Skinfold protocols were first developed back in the 1970s because of the need for a simple and inexpensive method of assessing body composition.
The procedure involves measuring the thickness of folds of skin and fat at various body locations. These ‘skinfolds’ are lifted away from the underlying muscle with a pinching action of thumb and forefinger, and their thickness measured with specially designed calipers. The thicknesses at each site are added together and this total (‘sum of skinfolds’) is entered into a research-derived formula which then produces (‘predicts’) the percent body fat of the individual. Using this fat percentage and the weight of the individual, total muscle mass can then be calculated. A number of such prediction formulas have been developed, predominantly by comparing (‘correlating’) skinfold measures with already validated methods of body composition such as underwater (‘hydrostatic’) weighing. Among the most commonly used are those developed for adult males (Jackson and Pollock, 1978) and adult females (Jackson, Pollock, and Ward 1980). These are also the formulas used at MuscleSound.
There are issues of accuracy with all these formulas, in terms of how well they each ‘predict’ body fat percent. However, the major sources of error in skinfold protocols is in the actual measure itself.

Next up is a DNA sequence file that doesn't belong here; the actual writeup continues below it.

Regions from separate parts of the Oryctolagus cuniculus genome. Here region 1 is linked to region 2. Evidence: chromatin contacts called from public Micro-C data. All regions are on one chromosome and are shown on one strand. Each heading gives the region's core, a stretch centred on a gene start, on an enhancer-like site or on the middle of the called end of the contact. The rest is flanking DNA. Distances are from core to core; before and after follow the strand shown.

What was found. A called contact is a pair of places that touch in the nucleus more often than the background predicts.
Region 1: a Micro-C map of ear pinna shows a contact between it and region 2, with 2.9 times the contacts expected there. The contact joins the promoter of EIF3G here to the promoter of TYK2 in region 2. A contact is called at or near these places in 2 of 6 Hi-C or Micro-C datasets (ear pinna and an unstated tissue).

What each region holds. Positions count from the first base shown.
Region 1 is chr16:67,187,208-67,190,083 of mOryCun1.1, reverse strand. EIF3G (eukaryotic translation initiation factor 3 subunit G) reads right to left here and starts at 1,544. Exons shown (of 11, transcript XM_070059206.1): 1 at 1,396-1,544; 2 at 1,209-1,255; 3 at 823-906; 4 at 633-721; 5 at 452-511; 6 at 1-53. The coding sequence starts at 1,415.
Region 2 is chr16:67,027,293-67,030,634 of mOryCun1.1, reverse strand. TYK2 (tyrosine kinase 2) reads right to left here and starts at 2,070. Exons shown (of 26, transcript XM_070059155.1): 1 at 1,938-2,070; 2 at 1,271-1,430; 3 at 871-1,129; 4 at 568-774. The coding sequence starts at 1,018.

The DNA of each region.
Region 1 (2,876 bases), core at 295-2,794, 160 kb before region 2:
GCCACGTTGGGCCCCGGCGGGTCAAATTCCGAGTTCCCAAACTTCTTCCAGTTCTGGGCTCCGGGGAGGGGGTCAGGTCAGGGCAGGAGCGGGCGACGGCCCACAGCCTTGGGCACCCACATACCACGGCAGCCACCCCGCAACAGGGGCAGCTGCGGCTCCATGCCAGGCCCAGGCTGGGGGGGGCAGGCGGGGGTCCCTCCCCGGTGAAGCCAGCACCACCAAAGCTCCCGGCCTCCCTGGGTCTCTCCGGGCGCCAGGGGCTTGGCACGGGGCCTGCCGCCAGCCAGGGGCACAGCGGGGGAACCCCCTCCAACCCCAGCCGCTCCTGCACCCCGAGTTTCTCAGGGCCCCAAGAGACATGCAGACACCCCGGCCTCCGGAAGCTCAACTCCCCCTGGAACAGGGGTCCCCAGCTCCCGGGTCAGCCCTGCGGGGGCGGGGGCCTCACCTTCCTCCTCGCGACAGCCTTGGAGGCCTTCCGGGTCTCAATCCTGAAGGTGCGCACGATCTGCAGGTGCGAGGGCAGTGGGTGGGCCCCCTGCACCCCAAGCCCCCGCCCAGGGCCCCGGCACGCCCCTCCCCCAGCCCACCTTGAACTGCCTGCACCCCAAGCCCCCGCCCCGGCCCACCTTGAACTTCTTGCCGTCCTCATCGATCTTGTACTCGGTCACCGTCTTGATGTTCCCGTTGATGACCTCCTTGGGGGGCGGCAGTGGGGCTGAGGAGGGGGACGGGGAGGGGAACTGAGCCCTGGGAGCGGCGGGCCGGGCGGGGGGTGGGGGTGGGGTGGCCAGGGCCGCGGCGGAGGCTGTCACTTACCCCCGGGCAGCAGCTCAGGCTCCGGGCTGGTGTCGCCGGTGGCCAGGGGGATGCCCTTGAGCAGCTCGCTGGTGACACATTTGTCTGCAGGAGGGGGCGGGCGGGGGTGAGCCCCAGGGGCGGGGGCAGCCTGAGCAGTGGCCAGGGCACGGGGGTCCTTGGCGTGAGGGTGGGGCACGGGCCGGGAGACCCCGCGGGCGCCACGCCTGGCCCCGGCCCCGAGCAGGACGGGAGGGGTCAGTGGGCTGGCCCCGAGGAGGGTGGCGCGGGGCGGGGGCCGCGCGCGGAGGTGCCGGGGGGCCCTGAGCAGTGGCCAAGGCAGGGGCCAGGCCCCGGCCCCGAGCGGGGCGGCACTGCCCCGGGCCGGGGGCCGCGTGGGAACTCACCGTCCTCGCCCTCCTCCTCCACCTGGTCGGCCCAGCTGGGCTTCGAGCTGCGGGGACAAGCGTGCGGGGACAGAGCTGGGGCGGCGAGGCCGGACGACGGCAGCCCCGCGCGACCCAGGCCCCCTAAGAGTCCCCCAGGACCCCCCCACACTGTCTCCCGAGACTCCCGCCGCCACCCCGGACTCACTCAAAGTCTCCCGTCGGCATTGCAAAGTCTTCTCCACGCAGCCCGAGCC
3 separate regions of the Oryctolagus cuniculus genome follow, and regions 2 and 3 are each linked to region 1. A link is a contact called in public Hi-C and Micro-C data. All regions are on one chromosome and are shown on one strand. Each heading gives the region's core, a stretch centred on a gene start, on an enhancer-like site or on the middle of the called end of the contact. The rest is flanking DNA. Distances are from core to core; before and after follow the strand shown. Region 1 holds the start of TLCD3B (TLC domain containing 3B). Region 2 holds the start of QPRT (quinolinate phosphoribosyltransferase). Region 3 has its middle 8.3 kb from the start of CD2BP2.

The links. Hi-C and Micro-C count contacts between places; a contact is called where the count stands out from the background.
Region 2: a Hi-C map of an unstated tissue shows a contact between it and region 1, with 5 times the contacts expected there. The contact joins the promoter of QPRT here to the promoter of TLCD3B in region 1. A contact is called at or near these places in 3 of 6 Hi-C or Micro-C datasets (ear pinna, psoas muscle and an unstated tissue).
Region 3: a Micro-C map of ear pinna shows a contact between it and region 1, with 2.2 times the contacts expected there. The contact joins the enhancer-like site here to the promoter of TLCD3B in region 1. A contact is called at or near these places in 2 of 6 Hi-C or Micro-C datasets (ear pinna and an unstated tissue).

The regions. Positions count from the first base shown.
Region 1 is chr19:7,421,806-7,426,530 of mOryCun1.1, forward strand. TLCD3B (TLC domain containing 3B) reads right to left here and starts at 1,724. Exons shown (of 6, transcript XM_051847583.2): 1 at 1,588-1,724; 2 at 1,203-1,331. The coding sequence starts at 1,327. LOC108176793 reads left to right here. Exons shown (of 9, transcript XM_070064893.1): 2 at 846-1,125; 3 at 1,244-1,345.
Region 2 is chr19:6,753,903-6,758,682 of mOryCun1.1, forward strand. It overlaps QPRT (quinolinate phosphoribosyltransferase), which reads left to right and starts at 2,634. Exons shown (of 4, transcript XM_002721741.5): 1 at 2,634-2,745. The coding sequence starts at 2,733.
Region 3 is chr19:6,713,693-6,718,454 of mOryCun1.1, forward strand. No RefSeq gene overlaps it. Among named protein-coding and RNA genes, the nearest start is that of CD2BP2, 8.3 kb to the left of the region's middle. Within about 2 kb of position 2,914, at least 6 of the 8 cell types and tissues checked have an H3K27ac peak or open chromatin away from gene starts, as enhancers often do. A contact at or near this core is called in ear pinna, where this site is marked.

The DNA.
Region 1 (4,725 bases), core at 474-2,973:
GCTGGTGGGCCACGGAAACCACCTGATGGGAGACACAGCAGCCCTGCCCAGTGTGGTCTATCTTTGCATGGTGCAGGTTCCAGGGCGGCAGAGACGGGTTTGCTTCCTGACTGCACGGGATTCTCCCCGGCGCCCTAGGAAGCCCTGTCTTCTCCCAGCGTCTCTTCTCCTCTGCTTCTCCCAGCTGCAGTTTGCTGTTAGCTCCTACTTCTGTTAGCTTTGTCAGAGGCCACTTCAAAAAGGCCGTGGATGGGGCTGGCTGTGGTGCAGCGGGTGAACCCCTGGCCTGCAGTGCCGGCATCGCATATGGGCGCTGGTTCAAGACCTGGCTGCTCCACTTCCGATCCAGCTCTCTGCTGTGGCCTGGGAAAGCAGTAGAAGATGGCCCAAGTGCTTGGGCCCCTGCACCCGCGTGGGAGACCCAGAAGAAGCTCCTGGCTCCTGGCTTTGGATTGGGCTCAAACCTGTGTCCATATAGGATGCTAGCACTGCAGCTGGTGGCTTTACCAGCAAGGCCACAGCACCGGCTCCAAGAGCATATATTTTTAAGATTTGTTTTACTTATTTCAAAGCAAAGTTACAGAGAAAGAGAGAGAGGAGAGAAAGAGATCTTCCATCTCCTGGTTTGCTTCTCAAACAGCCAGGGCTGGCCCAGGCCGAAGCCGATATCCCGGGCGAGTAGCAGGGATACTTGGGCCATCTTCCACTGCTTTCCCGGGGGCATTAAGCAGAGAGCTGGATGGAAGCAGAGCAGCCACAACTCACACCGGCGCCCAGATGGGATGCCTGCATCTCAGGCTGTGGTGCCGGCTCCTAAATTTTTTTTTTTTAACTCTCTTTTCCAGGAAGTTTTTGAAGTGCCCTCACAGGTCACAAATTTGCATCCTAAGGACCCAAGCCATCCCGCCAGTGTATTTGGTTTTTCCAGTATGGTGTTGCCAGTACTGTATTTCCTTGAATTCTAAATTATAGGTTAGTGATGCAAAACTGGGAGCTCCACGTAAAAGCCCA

Skinfold measures are probably the most frequently used of all body composition methods – but they are deceptively hard to take reliably. For example, if someone measures a triceps skinfold, and then measures it again after a brief pause, the result should be the same–this does not always happen! Differences in measuring the same skinfold site can occur between testers and, sometimes, even with the same tester over multiple trials. The methodology is more than simply pinching the skin somewhere around a particular area and measuring the thickness. There are precise sites on which the measurements are to be taken, and precise methodologies to be followed to maximize accuracy and reliability.
While obtaining consistently accurate skinfold measurements requires training and experience, there are some error potentials inherent in the technique itself that can impact accuracy and reliability, regardless of the expertize of the tester. However, these sources of error do not occur with MuscleSound body composition assessment. This is because, even though we use the same prediction equations, our measurement methodology fundamentally differs from skinfolds. Ultrasound measures of subcutaneous fat, by their very nature, are far more consistent, accurate and reliable than skinfold measures. We have demonstrated the accuracy and reliability of this methodology with only a brief period of training.
Error Potentials of Skinfold Measurements
The remainder of this article lists the inherent error potentials of skinfold measurements and describes each one with comparative aspects of the MuscleSound protocol.
Shape of Fold
According to Best Practice the ‘ideal’ fold has approximately parallel sides – just like these.